Four industry figures discuss the latest developments around semantic enrichment with Tim Gillett
Please explain what you understand by ‘semantic enrichment’
Babis Marmanis, executive vice president and CTO at Copyright Clearance Center (CCC): Word representation is central to natural language processing. The default approach of representing words as discrete and distinct symbols is insufficient for many tasks and suffers from poor generalisation. Semantic enrichment is the enhancement of content with information about its meaning. This process augments the amount of information carried by specific words or composition of words, thus, enhancing its value by making it easily discoverable and relatable to other data sets or information assets.
Giuliano Maciocci, head of product, eLife: The addition of meaning and context to data.
Donald Samulack, president, U.S. operations, Editage: In research communication semantic enrichment can, on the one hand, mean the design or packaging of content to increase human or machine comprehension, but it can also mean the augmentation, association with, or the embedding of additional content in a format other than text; such as an infographic, video explanation, or other form of data visualisation. Semantic enrichment strategically brings focus to the main message of the content, makes specific content stand out above the rest of the narrative, and further enhances the discoverability of the content – through either ‘human’ or ‘machine’ processing of information.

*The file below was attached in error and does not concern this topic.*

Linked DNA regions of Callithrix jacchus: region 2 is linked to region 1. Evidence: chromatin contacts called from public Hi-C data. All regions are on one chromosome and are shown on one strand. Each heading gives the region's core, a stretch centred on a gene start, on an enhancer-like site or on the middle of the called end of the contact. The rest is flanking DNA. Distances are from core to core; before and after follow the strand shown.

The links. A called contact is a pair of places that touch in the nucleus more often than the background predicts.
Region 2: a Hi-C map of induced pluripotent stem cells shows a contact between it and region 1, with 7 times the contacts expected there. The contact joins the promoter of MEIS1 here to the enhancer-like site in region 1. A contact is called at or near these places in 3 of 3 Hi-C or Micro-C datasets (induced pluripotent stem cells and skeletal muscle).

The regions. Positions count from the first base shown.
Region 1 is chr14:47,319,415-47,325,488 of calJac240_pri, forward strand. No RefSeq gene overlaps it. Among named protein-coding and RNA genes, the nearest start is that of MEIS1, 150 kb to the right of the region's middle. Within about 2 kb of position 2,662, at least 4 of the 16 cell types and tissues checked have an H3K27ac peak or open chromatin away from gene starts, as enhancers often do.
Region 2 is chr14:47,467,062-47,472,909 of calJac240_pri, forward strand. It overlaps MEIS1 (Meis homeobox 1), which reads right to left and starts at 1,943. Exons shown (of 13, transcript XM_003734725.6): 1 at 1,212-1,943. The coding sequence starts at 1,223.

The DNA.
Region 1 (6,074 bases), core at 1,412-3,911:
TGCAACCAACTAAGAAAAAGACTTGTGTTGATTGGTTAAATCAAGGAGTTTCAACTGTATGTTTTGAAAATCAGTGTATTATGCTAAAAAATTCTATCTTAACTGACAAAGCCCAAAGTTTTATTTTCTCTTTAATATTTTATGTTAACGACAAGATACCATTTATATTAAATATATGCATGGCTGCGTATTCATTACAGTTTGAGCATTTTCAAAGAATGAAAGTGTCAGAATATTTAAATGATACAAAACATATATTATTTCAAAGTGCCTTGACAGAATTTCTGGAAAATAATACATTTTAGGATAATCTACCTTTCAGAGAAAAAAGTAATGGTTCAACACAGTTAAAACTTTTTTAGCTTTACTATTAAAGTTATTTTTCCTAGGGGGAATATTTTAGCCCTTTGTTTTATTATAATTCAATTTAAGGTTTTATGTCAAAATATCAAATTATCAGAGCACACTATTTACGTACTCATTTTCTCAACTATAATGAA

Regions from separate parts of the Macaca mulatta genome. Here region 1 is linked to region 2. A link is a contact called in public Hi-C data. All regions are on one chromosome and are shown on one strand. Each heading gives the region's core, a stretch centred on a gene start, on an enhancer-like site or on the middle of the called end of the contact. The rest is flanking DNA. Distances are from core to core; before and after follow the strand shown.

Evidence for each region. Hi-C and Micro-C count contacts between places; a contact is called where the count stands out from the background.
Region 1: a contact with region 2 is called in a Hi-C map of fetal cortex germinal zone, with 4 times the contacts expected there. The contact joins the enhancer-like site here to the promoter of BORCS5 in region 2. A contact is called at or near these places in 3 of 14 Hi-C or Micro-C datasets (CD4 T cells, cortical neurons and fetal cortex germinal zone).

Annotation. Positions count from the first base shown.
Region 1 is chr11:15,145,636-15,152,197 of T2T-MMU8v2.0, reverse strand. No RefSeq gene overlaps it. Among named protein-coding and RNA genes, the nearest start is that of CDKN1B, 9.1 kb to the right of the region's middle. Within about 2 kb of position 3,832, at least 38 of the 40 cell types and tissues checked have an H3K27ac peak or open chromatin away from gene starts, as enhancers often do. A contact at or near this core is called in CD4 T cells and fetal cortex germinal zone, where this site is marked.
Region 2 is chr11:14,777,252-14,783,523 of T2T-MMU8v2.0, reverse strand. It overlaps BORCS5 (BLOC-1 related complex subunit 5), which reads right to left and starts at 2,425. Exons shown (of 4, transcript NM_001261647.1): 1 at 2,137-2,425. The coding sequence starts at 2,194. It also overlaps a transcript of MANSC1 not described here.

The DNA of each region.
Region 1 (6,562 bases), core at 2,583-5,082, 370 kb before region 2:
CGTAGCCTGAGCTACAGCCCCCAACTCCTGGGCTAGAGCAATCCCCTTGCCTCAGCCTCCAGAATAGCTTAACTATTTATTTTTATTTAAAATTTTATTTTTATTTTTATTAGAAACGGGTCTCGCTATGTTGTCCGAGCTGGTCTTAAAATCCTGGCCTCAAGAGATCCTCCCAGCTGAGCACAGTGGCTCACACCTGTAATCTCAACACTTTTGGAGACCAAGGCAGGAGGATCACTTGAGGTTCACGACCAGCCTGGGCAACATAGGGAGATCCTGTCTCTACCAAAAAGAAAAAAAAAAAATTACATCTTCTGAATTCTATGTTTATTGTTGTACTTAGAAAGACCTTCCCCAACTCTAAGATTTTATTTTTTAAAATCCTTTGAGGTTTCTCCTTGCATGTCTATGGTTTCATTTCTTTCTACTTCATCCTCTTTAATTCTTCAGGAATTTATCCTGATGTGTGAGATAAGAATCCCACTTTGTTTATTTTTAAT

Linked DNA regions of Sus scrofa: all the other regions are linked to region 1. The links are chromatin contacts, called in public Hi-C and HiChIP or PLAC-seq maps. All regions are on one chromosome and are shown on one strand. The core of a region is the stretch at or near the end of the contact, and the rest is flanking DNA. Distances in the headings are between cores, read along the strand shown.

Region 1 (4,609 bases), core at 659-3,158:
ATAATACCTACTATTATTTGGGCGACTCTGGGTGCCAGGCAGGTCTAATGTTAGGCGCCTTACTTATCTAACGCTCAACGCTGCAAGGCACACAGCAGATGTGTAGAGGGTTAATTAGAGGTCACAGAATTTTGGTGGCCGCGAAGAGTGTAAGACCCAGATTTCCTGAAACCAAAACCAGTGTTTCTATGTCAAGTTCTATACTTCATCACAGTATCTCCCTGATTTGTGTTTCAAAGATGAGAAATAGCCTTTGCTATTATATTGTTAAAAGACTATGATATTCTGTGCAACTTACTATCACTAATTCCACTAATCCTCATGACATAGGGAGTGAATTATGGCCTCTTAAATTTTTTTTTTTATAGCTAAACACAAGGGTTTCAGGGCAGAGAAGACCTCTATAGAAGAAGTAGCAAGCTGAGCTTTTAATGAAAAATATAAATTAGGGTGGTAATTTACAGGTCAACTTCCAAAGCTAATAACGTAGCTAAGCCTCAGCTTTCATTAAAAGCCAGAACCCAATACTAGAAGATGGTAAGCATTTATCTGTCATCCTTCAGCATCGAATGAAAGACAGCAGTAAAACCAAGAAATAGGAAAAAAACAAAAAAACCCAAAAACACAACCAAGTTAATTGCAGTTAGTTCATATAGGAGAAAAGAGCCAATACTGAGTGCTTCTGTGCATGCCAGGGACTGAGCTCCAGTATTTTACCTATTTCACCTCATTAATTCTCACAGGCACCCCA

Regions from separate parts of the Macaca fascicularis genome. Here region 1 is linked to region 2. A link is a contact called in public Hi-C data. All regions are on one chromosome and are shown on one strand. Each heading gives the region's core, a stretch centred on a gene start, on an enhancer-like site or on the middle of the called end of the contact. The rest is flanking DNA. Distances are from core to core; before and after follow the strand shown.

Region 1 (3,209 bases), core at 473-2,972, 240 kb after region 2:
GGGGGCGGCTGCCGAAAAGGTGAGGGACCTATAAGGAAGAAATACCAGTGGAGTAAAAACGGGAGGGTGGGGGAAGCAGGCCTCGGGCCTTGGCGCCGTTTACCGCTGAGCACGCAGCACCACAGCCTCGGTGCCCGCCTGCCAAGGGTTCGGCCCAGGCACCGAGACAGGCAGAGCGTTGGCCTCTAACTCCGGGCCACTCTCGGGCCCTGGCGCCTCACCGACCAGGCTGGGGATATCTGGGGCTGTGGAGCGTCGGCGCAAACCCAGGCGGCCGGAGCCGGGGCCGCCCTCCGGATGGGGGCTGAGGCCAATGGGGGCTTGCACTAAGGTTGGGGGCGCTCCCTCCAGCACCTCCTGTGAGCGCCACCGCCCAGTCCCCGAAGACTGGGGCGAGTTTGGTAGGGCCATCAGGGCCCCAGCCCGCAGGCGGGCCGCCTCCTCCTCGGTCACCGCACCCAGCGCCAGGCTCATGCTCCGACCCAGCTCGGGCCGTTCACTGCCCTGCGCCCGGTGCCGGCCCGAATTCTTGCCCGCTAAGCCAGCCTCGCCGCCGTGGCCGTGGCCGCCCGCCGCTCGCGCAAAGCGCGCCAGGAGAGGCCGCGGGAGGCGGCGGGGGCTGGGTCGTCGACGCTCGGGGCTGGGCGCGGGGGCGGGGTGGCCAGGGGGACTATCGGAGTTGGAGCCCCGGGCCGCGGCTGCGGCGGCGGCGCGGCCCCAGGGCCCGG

Jordan White, director of content operations, ProQuest: For Alexander Street-branded databases within ProQuest’s portfolio, we have a concept called ‘semantic indexing’ in use since 2000, wherein we take disparate pieces of content, add metadata and other functionality, revealing utility of the content in context. We begin with a scholar and a discipline in mind – a musicologist studying Bach, or a human rights scholar studying Rwanda. We ask: ‘What would they want to know and how they would want to approach the question?’ This leads us to certain themes and metadata concepts – specific instruments or musical keys; historical origins, legal concepts and social trends; ‘metaworks’ such as a play or musical composition that provide a semantic link between various instantiations of that work, sharing certain metadata. All content included in the database is then organised and indexed under these frameworks. Our systems, our controlled vocabularies, and our presentation of our products are all designed to make content discoverable in this light, attuned and adjusted to the expectations and practice of a specific scholarly discipline.
It’s more than 10 years since we reported that RSC Publishing became the first primary research publisher to publish semantically-enriched articles. What do you see as the key developments, industry-wide, since then?